Professor argues for archiving genocide

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John Ciorciari, Assistant Professor of Public Policy at the University of Michigan at Ann Arbor, gives a lecture on Monday afternoon titled “Archiving Memory after Mass Atrocities.” Ciorciari’s lecture on documenting national archives was part of the Human Rights Happy Hour Speaker Series hosted by the School of Law.

Photo Credit: Victoria Montalvo | Daily Texan Staff

 It is a nation’s duty to record the truth through archives and to overcome the challenges of assembling those archives, said John Ciorciari, assistant professor of public policy at the University of Michigan.

Ciorciari lectured Monday as part of a series on human rights sponsored by the Rapoport Center in the School of Law.

Ciorciari, who published a book on the duty to protect human rights in Southeast Asia, described the foundational approach of creating a strong archival base for both memory and accountability.

“It’s very important for the people responsible for documentation to be thoughtful, to establish procedures,” he said.

He noted the example of Cambodia and the atrocities committed there in the 1970s with the brutal, genocidal Khmer Rouge regime. Documents were used to convict those responsible for crimes against humanity, he said.

“There’s an emerging notion that people have a right to know what happened,” Ciorciari said.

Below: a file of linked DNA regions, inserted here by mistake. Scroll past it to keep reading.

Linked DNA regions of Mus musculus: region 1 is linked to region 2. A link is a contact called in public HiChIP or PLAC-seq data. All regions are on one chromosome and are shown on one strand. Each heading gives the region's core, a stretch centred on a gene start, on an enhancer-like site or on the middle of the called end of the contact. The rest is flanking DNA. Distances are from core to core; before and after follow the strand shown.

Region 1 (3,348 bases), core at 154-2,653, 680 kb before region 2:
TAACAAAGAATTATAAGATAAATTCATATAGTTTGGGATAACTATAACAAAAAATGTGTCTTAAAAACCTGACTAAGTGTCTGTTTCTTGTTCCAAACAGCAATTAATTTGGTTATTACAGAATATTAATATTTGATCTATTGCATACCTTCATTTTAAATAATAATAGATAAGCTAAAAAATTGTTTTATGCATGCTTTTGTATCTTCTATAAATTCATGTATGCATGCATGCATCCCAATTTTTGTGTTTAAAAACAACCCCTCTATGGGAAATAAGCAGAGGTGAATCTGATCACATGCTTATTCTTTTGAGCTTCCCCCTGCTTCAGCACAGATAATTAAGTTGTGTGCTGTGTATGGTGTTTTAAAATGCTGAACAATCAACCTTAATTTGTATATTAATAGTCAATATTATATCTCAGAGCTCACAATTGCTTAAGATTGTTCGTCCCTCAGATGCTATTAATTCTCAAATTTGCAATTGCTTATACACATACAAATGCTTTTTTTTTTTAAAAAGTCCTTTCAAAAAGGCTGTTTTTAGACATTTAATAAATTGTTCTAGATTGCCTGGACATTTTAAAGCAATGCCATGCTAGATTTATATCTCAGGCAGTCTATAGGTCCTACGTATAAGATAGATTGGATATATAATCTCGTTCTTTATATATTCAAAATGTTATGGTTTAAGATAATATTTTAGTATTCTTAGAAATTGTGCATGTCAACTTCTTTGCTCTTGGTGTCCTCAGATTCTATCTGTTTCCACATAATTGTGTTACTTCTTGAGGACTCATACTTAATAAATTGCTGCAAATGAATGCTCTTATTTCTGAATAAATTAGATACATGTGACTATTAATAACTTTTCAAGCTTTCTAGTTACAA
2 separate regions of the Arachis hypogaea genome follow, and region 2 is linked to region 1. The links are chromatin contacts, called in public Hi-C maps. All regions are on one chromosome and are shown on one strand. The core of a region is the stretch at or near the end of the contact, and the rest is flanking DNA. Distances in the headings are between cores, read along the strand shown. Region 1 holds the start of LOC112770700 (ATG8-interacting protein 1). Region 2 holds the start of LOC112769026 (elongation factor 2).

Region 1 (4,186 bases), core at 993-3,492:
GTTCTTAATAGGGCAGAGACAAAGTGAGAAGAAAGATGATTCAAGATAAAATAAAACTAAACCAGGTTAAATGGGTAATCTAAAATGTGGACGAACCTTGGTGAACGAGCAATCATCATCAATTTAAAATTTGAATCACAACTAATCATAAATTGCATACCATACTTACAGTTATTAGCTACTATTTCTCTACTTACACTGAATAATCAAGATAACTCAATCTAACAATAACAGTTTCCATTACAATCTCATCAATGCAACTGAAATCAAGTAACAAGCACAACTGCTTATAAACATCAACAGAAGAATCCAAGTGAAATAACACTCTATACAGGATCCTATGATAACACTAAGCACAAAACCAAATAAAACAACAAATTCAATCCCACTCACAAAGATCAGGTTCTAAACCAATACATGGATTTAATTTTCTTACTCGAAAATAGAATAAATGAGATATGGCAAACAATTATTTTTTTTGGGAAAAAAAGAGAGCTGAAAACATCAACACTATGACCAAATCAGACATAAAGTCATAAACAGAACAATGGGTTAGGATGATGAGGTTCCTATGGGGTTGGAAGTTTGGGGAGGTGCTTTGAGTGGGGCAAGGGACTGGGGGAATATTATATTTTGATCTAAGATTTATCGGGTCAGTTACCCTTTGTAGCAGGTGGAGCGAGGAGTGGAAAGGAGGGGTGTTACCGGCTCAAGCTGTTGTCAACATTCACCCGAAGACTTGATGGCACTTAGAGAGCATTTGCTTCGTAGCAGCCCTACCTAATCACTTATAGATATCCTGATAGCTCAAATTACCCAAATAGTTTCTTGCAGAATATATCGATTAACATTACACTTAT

He also said a number of post-communist states began to set up specialized memory institutes after the Cold War. This norm of establishing archives gathered momentum in the late 1990s, he said.

The question of who is allowed to assemble archives and who is to organize and gather the documents is a difficulty governments face, Ciorciari said; a national archive is a natural place to start.

“When a national archive is [established], it is a building capacity for the state in dealing with future record-keeping,” Ciorciari said.

He also said the process of establishing national archives depends greatly on the cooperation of a national government.

“A lot of governments are not willing, or are unable, to deal with these documents,” he said. “And [those documents] may not see the light of day.”

He said in cases of citizen privacy, ethical decisions will have to be made.

William Chandler, an administrator at the Rapoport Center, said discussing human rights issues is important for students of law as well as other students.

“The Rapoport Center is interdisciplinary,” Chandler said. “The University is a great environment to have open dialogue about human rights issues.”

The archiving process, Ciorciari said, is not a simple or easy one, but it is inherent to human rights and holds those who abuse their power at the expense of citizens accountable for their actions.

“People will say, ‘I want to see those documents today. I lost my uncle,’ or, ‘I lost my sister,’” he said. “Even with modern technology, it’s going to take a long time relative to the legitimate needs [of citizens]. Their patience for the use of these documents is going to be short.”